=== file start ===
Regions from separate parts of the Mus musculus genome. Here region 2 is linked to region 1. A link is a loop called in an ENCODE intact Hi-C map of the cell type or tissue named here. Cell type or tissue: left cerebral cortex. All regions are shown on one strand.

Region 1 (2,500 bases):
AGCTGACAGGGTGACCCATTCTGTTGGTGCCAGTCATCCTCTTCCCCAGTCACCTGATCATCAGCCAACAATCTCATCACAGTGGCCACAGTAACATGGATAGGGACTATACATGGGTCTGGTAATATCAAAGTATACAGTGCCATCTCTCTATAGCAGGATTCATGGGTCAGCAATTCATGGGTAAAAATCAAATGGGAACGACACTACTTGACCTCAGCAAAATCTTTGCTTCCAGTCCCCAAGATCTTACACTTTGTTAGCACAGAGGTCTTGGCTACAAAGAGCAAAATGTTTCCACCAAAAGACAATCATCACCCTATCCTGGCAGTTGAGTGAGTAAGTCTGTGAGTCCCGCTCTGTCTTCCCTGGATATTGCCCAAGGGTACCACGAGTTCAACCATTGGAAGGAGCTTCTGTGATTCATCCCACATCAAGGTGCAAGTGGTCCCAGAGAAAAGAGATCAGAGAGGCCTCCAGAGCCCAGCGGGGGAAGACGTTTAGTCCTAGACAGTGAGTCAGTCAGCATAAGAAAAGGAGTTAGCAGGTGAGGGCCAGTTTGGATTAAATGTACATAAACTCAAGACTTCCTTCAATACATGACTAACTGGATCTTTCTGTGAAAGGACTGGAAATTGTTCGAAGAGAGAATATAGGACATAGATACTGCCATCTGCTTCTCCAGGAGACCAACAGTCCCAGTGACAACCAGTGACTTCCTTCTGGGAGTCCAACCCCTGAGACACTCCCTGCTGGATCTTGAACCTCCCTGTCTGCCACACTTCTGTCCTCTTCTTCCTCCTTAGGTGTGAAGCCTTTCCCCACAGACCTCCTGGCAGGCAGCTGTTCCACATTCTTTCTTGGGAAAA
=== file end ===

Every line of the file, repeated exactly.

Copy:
Regions from separate parts of the Mus musculus genome. Here region 2 is linked to region 1. A link is a loop called in an ENCODE intact Hi-C map of the cell type or tissue named here. Cell type or tissue: left cerebral cortex. All regions are shown on one strand.

Region 1 (2,500 bases):
AGCTGACAGGGTGACCCATTCTGTTGGTGCCAGTCATCCTCTTCCCCAGTCACCTGATCATCAGCCAACAATCTCATCACAGTGGCCACAGTAACATGGATAGGGACTATACATGGGTCTGGTAATATCAAAGTATACAGTGCCATCTCTCTATAGCAGGATTCATGGGTCAGCAATTCATGGGTAAAAATCAAATGGGAACGACACTACTTGACCTCAGCAAAATCTTTGCTTCCAGTCCCCAAGATCTTACACTTTGTTAGCACAGAGGTCTTGGCTACAAAGAGCAAAATGTTTCCACCAAAAGACAATCATCACCCTATCCTGGCAGTTGAGTGAGTAAGTCTGTGAGTCCCGCTCTGTCTTCCCTGGATATTGCCCAAGGGTACCACGAGTTCAACCATTGGAAGGAGCTTCTGTGATTCATCCCACATCAAGGTGCAAGTGGTCCCAGAGAAAAGAGATCAGAGAGGCCTCCAGAGCCCAGCGGGGGAAGACGTTTAGTCCTAGACAGTGAGTCAGTCAGCATAAGAAAAGGAGTTAGCAGGTGAGGGCCAGTTTGGATTAAATGTACATAAACTCAAGACTTCCTTCAATACATGACTAACTGGATCTTTCTGTGAAAGGACTGGAAATTGTTCGAAGAGAGAATATAGGACATAGATACTGCCATCTGCTTCTCCAGGAGACCAACAGTCCCAGTGACAACCAGTGACTTCCTTCTGGGAGTCCAACCCCTGAGACACTCCCTGCTGGATCTTGAACCTCCCTGTCTGCCACACTTCTGTCCTCTTCTTCCTCCTTAGGTGTGAAGCCTTTCCCCACAGACCTCCTGGCAGGCAGCTGTTCCACATTCTTTCTTGGGAAAA